I've done something in that direction with the Trim function. I usually filter the credits very heavily so that they would compress better, provided that there's nothing really special about them (like something happening while the credits appear etc.)

I don't know if it's of any real use but there's always some extra bitrate to be spent elsewhere in the clip
Could you explain a bit more? Trim in avisynth? Could you give an example line?
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01-07-2003, 07:39 AM
SansGrip SansGrip is offline
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Quote:
Originally Posted by dr_nicotine
Could you explain a bit more? Trim in avisynth? Could you give an example line?
Let's say you've determined (via our friend VirtualDub) that the opening credits start at frame 0 and end at frame 500, and that the closing credits start at frame 200,000 and end at frame 202,000.

You could then do something like this in Avisynth:

Code:
BlahSource("...")

opening_credits = Trim(0, 500)
movie = Trim(501, 199999)
closing_credits = Trim(200000, 0) # 0 means "to the end"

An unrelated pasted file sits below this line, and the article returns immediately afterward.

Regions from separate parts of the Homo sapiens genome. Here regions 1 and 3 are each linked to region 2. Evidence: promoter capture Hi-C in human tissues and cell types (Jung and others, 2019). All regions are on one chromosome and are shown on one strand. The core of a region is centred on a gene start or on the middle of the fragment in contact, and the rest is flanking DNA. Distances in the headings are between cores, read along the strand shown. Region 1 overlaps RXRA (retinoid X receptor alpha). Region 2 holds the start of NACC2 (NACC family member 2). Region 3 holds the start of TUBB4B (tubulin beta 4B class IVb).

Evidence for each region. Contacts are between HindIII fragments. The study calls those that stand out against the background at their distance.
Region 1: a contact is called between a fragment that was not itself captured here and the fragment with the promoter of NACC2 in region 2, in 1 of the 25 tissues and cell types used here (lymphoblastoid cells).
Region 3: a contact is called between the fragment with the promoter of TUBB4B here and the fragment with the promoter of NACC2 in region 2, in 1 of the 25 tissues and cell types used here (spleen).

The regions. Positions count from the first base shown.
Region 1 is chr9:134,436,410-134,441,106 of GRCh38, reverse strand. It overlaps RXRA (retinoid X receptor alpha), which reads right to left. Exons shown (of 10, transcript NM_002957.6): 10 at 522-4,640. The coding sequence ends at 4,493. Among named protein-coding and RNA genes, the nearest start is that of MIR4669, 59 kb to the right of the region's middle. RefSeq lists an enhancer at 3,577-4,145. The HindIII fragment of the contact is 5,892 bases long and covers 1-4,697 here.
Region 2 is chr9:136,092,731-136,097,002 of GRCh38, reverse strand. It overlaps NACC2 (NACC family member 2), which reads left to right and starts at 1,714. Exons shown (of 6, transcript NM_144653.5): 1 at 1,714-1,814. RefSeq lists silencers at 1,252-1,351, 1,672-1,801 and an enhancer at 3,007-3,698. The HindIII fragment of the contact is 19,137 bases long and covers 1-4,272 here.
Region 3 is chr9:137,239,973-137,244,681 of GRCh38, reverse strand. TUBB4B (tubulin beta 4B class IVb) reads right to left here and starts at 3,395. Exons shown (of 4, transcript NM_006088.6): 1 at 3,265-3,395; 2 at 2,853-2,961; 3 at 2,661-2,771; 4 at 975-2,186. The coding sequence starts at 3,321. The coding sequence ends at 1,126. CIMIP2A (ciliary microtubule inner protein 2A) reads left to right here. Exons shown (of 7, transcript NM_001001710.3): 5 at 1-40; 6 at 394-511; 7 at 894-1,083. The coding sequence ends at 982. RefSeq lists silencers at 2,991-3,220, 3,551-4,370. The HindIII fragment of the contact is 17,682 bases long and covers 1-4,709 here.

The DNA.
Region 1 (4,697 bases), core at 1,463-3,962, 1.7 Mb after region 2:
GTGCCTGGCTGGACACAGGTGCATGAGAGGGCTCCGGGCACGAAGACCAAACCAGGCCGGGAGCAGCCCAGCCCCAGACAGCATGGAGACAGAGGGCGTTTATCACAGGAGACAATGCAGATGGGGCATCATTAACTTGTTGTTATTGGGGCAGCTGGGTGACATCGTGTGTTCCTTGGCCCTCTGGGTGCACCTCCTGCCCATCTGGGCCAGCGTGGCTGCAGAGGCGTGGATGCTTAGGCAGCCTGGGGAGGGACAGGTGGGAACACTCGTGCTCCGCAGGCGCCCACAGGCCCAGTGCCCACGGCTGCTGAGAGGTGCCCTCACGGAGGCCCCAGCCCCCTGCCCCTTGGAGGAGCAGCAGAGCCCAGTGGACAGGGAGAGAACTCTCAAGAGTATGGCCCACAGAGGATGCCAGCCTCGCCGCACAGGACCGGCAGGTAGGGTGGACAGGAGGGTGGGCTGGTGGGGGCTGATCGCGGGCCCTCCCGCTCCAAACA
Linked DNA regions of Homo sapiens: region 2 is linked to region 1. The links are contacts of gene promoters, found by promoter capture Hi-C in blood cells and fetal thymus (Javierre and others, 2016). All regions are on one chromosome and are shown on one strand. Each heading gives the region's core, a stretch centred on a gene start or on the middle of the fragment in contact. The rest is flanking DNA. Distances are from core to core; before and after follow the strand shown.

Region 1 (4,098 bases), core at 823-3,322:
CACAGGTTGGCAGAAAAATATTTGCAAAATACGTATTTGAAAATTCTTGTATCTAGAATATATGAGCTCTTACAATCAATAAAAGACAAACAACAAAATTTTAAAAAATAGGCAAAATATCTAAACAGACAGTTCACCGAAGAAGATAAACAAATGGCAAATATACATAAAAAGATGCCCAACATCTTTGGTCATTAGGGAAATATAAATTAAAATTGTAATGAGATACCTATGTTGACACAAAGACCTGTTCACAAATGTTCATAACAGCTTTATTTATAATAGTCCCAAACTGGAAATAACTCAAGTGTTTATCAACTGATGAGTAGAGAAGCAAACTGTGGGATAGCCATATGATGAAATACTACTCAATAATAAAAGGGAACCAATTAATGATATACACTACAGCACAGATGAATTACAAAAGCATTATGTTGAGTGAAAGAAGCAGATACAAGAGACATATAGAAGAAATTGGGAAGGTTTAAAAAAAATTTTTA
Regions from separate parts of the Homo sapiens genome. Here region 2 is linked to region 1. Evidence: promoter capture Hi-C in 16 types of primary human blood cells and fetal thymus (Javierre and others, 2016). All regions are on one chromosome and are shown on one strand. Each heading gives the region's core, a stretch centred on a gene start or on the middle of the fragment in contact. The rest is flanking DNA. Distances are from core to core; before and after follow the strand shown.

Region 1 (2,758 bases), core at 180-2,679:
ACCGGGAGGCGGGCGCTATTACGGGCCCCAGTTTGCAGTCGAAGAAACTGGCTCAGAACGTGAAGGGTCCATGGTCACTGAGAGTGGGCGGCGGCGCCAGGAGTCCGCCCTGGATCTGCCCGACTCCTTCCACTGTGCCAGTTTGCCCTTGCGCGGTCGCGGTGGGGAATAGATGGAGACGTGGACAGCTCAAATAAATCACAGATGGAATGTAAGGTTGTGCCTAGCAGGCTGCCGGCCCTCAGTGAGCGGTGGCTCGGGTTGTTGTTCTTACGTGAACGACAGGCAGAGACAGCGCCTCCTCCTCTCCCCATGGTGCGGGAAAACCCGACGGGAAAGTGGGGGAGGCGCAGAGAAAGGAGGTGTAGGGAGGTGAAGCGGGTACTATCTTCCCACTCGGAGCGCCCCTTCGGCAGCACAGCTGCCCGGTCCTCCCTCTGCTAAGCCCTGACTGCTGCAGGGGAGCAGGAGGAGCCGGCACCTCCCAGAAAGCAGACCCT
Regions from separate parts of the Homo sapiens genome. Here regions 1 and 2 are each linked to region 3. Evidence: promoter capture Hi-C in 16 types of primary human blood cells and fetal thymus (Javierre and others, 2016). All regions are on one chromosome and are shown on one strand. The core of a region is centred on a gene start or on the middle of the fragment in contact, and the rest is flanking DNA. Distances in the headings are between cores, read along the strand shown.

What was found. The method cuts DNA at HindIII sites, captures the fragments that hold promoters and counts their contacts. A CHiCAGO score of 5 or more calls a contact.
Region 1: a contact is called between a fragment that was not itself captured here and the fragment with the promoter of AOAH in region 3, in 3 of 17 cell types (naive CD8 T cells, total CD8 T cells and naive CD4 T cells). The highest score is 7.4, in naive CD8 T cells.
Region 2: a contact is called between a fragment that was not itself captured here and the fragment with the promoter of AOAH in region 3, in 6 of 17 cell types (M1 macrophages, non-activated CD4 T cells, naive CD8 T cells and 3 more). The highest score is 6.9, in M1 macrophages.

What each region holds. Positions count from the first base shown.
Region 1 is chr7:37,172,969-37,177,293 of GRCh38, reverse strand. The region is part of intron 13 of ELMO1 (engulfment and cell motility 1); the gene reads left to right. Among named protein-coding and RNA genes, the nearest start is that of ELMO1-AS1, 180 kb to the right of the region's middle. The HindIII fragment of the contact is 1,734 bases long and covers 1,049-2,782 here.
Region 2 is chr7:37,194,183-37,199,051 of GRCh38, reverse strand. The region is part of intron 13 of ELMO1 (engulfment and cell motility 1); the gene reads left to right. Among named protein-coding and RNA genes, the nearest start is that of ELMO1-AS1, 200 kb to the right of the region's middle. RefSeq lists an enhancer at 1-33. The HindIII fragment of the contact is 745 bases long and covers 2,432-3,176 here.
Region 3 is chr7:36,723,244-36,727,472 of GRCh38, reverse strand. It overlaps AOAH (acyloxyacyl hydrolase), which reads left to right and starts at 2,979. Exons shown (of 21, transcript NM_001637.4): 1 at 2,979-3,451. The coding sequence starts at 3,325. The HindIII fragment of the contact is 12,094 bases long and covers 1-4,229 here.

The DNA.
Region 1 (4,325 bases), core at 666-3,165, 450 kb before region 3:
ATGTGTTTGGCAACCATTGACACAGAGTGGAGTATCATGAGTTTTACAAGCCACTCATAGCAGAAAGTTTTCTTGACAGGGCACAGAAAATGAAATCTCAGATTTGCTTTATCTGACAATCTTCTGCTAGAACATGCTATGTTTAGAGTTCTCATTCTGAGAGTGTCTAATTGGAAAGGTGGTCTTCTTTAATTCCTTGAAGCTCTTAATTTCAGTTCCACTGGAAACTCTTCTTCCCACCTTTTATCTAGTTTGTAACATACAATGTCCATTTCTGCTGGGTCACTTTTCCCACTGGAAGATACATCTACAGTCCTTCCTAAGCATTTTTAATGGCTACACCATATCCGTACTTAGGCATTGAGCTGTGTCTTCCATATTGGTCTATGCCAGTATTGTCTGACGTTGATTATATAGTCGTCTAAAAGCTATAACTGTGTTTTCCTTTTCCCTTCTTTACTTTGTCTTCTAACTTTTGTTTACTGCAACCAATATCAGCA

opening_credits = opening_credits.ExtremelyStrongSmoother(...)
movie = movie.NormalSmoother(...)
movie = movie.Blockbuster(...)
closing_credits = closing_credits.ExtremelyStrongSmoother(...)

opening_credits + movie + closing_credits # Concatenate
As you can see, this allows different filters to be applied to different parts of the clip.

If you have any background in object-oriented programming it might help to think of clips as objects, and filters as methods one can call on them that return a clip.
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01-07-2003, 07:49 AM
black prince black prince is offline
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Hi dr_nicotine,

dr_nicotine wrote:
Quote: